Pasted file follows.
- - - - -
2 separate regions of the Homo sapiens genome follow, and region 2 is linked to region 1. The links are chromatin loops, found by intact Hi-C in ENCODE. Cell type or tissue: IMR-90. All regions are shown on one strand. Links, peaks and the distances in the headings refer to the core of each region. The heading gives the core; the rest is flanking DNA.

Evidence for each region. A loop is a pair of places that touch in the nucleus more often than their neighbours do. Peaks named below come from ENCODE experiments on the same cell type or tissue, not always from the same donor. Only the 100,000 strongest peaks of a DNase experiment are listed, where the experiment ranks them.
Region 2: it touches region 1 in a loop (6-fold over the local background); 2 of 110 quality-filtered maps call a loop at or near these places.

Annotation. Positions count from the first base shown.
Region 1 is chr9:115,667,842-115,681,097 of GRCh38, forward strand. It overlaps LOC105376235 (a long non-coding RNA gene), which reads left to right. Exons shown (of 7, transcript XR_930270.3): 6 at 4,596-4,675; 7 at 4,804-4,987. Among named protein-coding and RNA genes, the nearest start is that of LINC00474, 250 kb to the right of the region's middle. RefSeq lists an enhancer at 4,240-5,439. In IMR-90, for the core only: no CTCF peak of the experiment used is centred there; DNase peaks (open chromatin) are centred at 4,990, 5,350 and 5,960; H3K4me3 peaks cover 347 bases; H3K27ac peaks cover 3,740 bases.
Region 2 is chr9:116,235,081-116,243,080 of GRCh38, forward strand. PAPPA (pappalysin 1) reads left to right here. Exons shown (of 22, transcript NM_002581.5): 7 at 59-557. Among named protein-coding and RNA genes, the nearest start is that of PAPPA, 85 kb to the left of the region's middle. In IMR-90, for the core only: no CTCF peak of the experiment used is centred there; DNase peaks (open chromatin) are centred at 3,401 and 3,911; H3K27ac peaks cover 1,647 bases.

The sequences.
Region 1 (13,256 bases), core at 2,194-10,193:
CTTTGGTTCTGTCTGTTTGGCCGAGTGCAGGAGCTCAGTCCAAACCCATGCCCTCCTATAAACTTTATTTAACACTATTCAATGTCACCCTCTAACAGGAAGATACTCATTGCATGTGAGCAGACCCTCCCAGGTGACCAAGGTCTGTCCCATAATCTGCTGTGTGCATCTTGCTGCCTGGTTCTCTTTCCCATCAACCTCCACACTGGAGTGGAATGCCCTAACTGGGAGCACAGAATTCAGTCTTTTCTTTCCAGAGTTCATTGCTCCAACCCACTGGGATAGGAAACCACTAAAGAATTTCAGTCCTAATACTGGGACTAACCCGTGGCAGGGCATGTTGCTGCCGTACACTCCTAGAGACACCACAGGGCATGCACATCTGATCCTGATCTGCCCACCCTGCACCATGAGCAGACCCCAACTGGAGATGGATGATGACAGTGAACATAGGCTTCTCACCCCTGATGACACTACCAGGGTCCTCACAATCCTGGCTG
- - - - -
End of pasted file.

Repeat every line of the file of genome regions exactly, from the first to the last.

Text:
2 separate regions of the Homo sapiens genome follow, and region 2 is linked to region 1. The links are chromatin loops, found by intact Hi-C in ENCODE. Cell type or tissue: IMR-90. All regions are shown on one strand. Links, peaks and the distances in the headings refer to the core of each region. The heading gives the core; the rest is flanking DNA.

Evidence for each region. A loop is a pair of places that touch in the nucleus more often than their neighbours do. Peaks named below come from ENCODE experiments on the same cell type or tissue, not always from the same donor. Only the 100,000 strongest peaks of a DNase experiment are listed, where the experiment ranks them.
Region 2: it touches region 1 in a loop (6-fold over the local background); 2 of 110 quality-filtered maps call a loop at or near these places.

Annotation. Positions count from the first base shown.
Region 1 is chr9:115,667,842-115,681,097 of GRCh38, forward strand. It overlaps LOC105376235 (a long non-coding RNA gene), which reads left to right. Exons shown (of 7, transcript XR_930270.3): 6 at 4,596-4,675; 7 at 4,804-4,987. Among named protein-coding and RNA genes, the nearest start is that of LINC00474, 250 kb to the right of the region's middle. RefSeq lists an enhancer at 4,240-5,439. In IMR-90, for the core only: no CTCF peak of the experiment used is centred there; DNase peaks (open chromatin) are centred at 4,990, 5,350 and 5,960; H3K4me3 peaks cover 347 bases; H3K27ac peaks cover 3,740 bases.
Region 2 is chr9:116,235,081-116,243,080 of GRCh38, forward strand. PAPPA (pappalysin 1) reads left to right here. Exons shown (of 22, transcript NM_002581.5): 7 at 59-557. Among named protein-coding and RNA genes, the nearest start is that of PAPPA, 85 kb to the left of the region's middle. In IMR-90, for the core only: no CTCF peak of the experiment used is centred there; DNase peaks (open chromatin) are centred at 3,401 and 3,911; H3K27ac peaks cover 1,647 bases.

The sequences.
Region 1 (13,256 bases), core at 2,194-10,193:
CTTTGGTTCTGTCTGTTTGGCCGAGTGCAGGAGCTCAGTCCAAACCCATGCCCTCCTATAAACTTTATTTAACACTATTCAATGTCACCCTCTAACAGGAAGATACTCATTGCATGTGAGCAGACCCTCCCAGGTGACCAAGGTCTGTCCCATAATCTGCTGTGTGCATCTTGCTGCCTGGTTCTCTTTCCCATCAACCTCCACACTGGAGTGGAATGCCCTAACTGGGAGCACAGAATTCAGTCTTTTCTTTCCAGAGTTCATTGCTCCAACCCACTGGGATAGGAAACCACTAAAGAATTTCAGTCCTAATACTGGGACTAACCCGTGGCAGGGCATGTTGCTGCCGTACACTCCTAGAGACACCACAGGGCATGCACATCTGATCCTGATCTGCCCACCCTGCACCATGAGCAGACCCCAACTGGAGATGGATGATGACAGTGAACATAGGCTTCTCACCCCTGATGACACTACCAGGGTCCTCACAATCCTGGCTG